Dear Incoming Freshman, Please Add Condoms to Your List of School Supplies
Posted by Lailah Berry
August 31, 2017
“Americans are having less sex” says CNN news article, but the spread and severity of sexually transmitted diseases and infections (STDs and STIs) are on the rise. New York magazine surveyed over 700 students and to their findings, only 41 percent of women and 49 percent of men reported being sexually active. You might assume that because of TV shows like “Skins” and “Shameless” college is a literal hotbed of sexual activity. Not so. In fact, in the same survey about 39 percent of students identified as virgins. So to assume that more and more young people are having less sex may not be far fetched.
While sex is seemingly on a decline, the World Health Organization (WHO) announced this summer that over 70 countries have identified a strain of gonorrhea that’s harder to treat because of weak antibiotics. “The bacteria that cause gonorrhoea are particularly smart. Every time we use a new class of antibiotics to treat the infection, the bacteria evolve to resist them,” said Dr Teodora Wi, Medical Officer, Human Reproduction, at WHO.
So how does this affect young people? Well, it affects everybody. A bacterial infection that’s harder to treat makes unprotected sex a little scary. Its about that time to start college, where you’ll be introduced to many different people,and their germs, and have awesome experiences that will teach you and prepare you for life. Step one for crushing college: always be prepared. When you’re prepared life is simpler, so I have some advice on how to avoid unwanted STDs, STIs and headaches from worrying about your health status.
1. Always use a condom: Whether you’re having a one- time hookup or if you’ve known the person for a long time,still use a condom. Not only can condoms help protect you from STDs and STIs, you can also protect yourself from an unintended pregnancy.
2. Don’t want to use a condom?- Get tested regularly with your partner. It’s the only way to know both of your statuses. Unfortunately, the stigma of having an STD weighs heavy on our decisions to go get tested. Break the cycle of shame assigned to having an STD or STI and get tested together!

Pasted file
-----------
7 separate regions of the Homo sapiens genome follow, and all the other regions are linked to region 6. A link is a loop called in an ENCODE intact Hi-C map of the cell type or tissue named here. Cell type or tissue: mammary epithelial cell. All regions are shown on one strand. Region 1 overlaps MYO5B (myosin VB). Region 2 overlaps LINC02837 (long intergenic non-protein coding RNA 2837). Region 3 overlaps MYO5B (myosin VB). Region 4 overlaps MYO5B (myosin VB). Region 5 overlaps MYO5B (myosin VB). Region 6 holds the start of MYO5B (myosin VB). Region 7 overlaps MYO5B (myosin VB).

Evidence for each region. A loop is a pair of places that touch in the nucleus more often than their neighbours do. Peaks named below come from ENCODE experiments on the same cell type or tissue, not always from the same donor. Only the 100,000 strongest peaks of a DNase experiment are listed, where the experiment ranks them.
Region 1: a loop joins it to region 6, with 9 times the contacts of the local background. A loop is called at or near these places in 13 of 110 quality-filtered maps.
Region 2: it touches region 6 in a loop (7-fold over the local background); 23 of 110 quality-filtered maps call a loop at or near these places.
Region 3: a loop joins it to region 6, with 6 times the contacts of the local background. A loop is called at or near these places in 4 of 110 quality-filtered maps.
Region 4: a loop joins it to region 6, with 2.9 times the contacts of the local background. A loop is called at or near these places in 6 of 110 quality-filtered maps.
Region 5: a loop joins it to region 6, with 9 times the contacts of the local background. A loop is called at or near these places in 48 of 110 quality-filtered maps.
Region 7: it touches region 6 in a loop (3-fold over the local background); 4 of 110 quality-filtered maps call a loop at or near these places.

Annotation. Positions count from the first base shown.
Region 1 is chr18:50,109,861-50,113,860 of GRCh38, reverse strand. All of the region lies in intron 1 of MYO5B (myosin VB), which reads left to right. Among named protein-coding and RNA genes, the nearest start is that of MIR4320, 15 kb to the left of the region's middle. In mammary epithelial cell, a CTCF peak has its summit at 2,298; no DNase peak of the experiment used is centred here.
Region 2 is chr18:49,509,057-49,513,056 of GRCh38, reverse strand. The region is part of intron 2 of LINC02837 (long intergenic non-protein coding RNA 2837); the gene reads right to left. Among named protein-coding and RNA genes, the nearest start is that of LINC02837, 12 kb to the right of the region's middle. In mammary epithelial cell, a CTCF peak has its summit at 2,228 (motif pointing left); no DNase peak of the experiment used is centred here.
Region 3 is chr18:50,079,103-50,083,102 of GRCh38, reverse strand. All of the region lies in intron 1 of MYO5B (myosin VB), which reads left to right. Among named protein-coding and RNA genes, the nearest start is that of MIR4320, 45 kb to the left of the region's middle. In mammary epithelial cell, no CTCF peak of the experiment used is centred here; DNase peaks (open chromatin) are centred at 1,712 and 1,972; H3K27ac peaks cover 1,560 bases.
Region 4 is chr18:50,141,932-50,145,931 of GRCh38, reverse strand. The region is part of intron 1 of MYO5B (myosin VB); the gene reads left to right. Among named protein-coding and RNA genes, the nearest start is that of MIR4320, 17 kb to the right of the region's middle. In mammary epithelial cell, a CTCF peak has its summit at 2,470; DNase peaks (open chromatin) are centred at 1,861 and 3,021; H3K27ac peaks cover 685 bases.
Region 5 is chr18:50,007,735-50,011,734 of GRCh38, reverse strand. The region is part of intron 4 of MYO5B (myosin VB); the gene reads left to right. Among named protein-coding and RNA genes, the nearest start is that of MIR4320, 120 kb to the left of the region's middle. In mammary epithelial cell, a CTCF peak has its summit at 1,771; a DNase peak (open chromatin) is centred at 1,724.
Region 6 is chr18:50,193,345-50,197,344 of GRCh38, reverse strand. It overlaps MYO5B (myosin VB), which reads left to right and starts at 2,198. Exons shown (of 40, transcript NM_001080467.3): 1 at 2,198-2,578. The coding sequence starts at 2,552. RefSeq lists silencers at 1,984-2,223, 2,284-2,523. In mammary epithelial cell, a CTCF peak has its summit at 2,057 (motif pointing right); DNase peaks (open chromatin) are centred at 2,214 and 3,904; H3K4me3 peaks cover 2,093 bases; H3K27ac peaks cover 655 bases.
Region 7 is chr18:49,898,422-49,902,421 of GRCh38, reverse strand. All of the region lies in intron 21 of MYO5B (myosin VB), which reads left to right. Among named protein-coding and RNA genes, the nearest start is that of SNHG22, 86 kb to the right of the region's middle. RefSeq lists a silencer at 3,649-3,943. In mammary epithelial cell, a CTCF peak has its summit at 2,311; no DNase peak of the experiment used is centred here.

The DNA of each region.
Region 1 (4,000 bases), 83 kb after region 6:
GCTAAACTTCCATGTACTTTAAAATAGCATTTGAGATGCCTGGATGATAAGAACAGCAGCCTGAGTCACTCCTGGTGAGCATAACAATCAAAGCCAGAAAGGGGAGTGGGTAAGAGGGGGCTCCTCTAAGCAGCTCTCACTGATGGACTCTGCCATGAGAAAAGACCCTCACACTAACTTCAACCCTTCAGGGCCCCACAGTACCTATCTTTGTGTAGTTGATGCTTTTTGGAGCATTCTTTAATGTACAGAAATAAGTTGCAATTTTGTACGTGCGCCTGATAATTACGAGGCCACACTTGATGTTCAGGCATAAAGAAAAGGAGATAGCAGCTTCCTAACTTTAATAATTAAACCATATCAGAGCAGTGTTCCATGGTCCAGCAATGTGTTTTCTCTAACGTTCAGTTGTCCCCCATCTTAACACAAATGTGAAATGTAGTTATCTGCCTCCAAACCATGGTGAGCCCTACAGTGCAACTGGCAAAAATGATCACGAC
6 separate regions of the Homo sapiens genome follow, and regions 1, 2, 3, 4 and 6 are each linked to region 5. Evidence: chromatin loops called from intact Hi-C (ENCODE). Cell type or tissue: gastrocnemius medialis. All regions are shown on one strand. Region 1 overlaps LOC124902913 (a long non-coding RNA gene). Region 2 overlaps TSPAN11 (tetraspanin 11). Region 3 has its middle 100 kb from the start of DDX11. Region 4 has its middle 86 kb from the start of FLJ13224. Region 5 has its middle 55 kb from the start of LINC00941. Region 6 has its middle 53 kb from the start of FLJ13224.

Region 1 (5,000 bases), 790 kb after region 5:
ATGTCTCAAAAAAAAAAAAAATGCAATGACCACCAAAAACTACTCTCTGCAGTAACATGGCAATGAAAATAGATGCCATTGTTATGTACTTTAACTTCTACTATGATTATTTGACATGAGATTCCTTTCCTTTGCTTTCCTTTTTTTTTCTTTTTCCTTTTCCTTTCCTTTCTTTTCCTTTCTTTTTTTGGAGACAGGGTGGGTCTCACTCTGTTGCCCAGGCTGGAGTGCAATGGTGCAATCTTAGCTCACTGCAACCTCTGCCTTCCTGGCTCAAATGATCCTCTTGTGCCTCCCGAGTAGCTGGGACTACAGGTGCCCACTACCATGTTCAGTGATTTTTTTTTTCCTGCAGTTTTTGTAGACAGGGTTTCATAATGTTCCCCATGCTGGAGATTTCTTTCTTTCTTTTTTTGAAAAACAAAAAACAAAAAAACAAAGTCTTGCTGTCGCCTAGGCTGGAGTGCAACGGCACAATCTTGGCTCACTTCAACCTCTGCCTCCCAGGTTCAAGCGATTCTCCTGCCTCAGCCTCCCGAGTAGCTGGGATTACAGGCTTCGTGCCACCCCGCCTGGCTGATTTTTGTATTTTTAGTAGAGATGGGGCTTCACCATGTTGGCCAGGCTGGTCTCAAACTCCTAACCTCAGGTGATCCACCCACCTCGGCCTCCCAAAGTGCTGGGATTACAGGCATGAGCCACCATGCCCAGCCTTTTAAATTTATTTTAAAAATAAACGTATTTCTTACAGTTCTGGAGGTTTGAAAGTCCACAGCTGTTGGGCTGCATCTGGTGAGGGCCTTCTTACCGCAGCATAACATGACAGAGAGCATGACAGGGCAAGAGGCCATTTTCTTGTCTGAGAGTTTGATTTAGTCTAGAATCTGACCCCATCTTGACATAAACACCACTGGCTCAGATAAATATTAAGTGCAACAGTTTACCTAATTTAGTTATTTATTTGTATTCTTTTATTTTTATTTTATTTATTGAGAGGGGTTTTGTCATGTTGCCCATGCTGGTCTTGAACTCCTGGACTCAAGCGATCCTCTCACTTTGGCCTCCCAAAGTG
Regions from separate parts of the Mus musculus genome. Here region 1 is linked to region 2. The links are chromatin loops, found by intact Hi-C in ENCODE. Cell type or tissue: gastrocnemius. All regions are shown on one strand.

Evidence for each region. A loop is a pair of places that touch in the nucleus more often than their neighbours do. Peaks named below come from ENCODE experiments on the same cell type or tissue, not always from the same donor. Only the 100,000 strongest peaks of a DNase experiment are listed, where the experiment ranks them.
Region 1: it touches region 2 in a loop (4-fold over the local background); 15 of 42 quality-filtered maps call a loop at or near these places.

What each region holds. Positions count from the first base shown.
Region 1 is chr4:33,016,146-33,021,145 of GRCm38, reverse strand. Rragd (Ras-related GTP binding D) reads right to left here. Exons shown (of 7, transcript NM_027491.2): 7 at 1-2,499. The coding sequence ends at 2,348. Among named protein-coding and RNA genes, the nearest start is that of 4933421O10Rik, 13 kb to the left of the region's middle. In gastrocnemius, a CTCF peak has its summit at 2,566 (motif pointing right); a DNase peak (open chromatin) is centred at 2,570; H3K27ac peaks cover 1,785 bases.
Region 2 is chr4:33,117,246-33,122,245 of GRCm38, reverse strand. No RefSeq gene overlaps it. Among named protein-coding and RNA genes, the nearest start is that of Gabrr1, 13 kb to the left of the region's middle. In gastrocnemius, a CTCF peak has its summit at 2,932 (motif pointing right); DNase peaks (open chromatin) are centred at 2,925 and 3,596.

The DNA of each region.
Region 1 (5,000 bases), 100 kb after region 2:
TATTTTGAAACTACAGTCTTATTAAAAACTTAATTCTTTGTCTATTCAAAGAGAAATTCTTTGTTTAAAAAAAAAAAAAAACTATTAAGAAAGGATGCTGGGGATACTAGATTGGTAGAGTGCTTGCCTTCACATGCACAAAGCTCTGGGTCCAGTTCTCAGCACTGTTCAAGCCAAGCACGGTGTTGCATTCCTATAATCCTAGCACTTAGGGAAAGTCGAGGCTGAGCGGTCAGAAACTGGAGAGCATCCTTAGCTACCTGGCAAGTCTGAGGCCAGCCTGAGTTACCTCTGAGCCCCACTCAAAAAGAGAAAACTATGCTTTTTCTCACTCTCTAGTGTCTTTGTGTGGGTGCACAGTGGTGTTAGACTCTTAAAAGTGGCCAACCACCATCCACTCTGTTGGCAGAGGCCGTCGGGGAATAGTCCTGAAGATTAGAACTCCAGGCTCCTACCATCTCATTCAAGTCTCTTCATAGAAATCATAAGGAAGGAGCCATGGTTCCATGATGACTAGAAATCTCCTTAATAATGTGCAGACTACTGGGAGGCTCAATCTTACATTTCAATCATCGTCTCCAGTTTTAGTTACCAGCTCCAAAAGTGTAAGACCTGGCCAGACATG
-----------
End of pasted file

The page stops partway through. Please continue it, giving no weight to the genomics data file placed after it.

3. Shower after sex and wash your sheets- Do I have statistics to back this? No, but making sure you’re as clean as possible on the outside may protect you from bacteria and germs trying to get inside. Showering often and changing your sheets regularly can keep you safe from anything lingering after your sexual encounters.
4. If you’re in college use the resources around you- At my school, there are tons of free condoms everywhere. I can’t get to class during the first few weeks without someone passing out a condom or a table of organizations offering free ones.
If you’re on one of the many campuses that doesn’t offer adequate sexual health services, find a health center, or urgent care facility that offers STD and STI testing. Your local reproductive health clinic is also a good option for any of your needs.
There is no %100 sure fire way to be completely safe from STDs and STIs unless you choose abstinence, but we all know how unrealistic that expectation can be.
A proactive way to stay safe is to get testing’s every 3-4 months
(STD’s and STI’s can lay dormant and hide in your system with very little side effects) Use proper protection when you have sex such as condoms, vaginal condoms, dental dams and also lubricants to keep you from tearing. Lastly, remember to ALWAYS pee after sex to avoid urinary tract infections.
Learn more about the WHO’s sexual health findings: http://www.who.int/mediacentre/news/releases/2017/Antibiotic-resistant-gonorrhoea/en/